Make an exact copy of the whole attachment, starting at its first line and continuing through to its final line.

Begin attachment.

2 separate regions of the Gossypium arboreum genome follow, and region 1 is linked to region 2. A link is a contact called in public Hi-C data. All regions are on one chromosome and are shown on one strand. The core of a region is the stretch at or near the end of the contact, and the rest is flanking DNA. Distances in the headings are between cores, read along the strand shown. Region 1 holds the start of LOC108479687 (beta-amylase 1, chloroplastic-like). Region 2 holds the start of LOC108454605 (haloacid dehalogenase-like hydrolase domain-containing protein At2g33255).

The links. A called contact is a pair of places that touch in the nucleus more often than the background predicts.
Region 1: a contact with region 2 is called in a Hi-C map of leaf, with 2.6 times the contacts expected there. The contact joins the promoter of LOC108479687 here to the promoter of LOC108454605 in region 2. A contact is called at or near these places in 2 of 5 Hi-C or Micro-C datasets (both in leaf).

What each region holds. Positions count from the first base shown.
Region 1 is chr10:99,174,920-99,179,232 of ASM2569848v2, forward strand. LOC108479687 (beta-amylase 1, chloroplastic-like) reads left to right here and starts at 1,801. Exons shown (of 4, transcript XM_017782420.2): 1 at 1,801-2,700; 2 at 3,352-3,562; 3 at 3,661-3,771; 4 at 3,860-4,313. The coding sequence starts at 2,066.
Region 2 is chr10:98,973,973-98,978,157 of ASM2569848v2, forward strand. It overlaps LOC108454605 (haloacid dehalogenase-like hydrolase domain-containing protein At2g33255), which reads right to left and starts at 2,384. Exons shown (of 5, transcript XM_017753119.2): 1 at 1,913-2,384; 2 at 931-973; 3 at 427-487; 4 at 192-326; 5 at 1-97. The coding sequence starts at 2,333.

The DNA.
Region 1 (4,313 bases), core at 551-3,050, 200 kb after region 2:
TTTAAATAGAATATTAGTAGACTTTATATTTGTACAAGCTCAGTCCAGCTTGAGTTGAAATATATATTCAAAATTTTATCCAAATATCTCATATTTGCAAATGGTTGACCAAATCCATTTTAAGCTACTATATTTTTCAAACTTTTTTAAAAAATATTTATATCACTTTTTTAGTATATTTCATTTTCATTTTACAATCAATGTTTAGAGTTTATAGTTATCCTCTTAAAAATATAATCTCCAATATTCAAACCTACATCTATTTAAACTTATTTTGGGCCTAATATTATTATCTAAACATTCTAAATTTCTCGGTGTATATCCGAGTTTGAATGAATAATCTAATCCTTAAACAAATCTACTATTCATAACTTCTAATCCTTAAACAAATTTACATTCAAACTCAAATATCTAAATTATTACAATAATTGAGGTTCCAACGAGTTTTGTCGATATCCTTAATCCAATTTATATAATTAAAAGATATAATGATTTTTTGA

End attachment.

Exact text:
2 separate regions of the Gossypium arboreum genome follow, and region 1 is linked to region 2. A link is a contact called in public Hi-C data. All regions are on one chromosome and are shown on one strand. The core of a region is the stretch at or near the end of the contact, and the rest is flanking DNA. Distances in the headings are between cores, read along the strand shown. Region 1 holds the start of LOC108479687 (beta-amylase 1, chloroplastic-like). Region 2 holds the start of LOC108454605 (haloacid dehalogenase-like hydrolase domain-containing protein At2g33255).

The links. A called contact is a pair of places that touch in the nucleus more often than the background predicts.
Region 1: a contact with region 2 is called in a Hi-C map of leaf, with 2.6 times the contacts expected there. The contact joins the promoter of LOC108479687 here to the promoter of LOC108454605 in region 2. A contact is called at or near these places in 2 of 5 Hi-C or Micro-C datasets (both in leaf).

What each region holds. Positions count from the first base shown.
Region 1 is chr10:99,174,920-99,179,232 of ASM2569848v2, forward strand. LOC108479687 (beta-amylase 1, chloroplastic-like) reads left to right here and starts at 1,801. Exons shown (of 4, transcript XM_017782420.2): 1 at 1,801-2,700; 2 at 3,352-3,562; 3 at 3,661-3,771; 4 at 3,860-4,313. The coding sequence starts at 2,066.
Region 2 is chr10:98,973,973-98,978,157 of ASM2569848v2, forward strand. It overlaps LOC108454605 (haloacid dehalogenase-like hydrolase domain-containing protein At2g33255), which reads right to left and starts at 2,384. Exons shown (of 5, transcript XM_017753119.2): 1 at 1,913-2,384; 2 at 931-973; 3 at 427-487; 4 at 192-326; 5 at 1-97. The coding sequence starts at 2,333.

The DNA.
Region 1 (4,313 bases), core at 551-3,050, 200 kb after region 2:
TTTAAATAGAATATTAGTAGACTTTATATTTGTACAAGCTCAGTCCAGCTTGAGTTGAAATATATATTCAAAATTTTATCCAAATATCTCATATTTGCAAATGGTTGACCAAATCCATTTTAAGCTACTATATTTTTCAAACTTTTTTAAAAAATATTTATATCACTTTTTTAGTATATTTCATTTTCATTTTACAATCAATGTTTAGAGTTTATAGTTATCCTCTTAAAAATATAATCTCCAATATTCAAACCTACATCTATTTAAACTTATTTTGGGCCTAATATTATTATCTAAACATTCTAAATTTCTCGGTGTATATCCGAGTTTGAATGAATAATCTAATCCTTAAACAAATCTACTATTCATAACTTCTAATCCTTAAACAAATTTACATTCAAACTCAAATATCTAAATTATTACAATAATTGAGGTTCCAACGAGTTTTGTCGATATCCTTAATCCAATTTATATAATTAAAAGATATAATGATTTTTTGA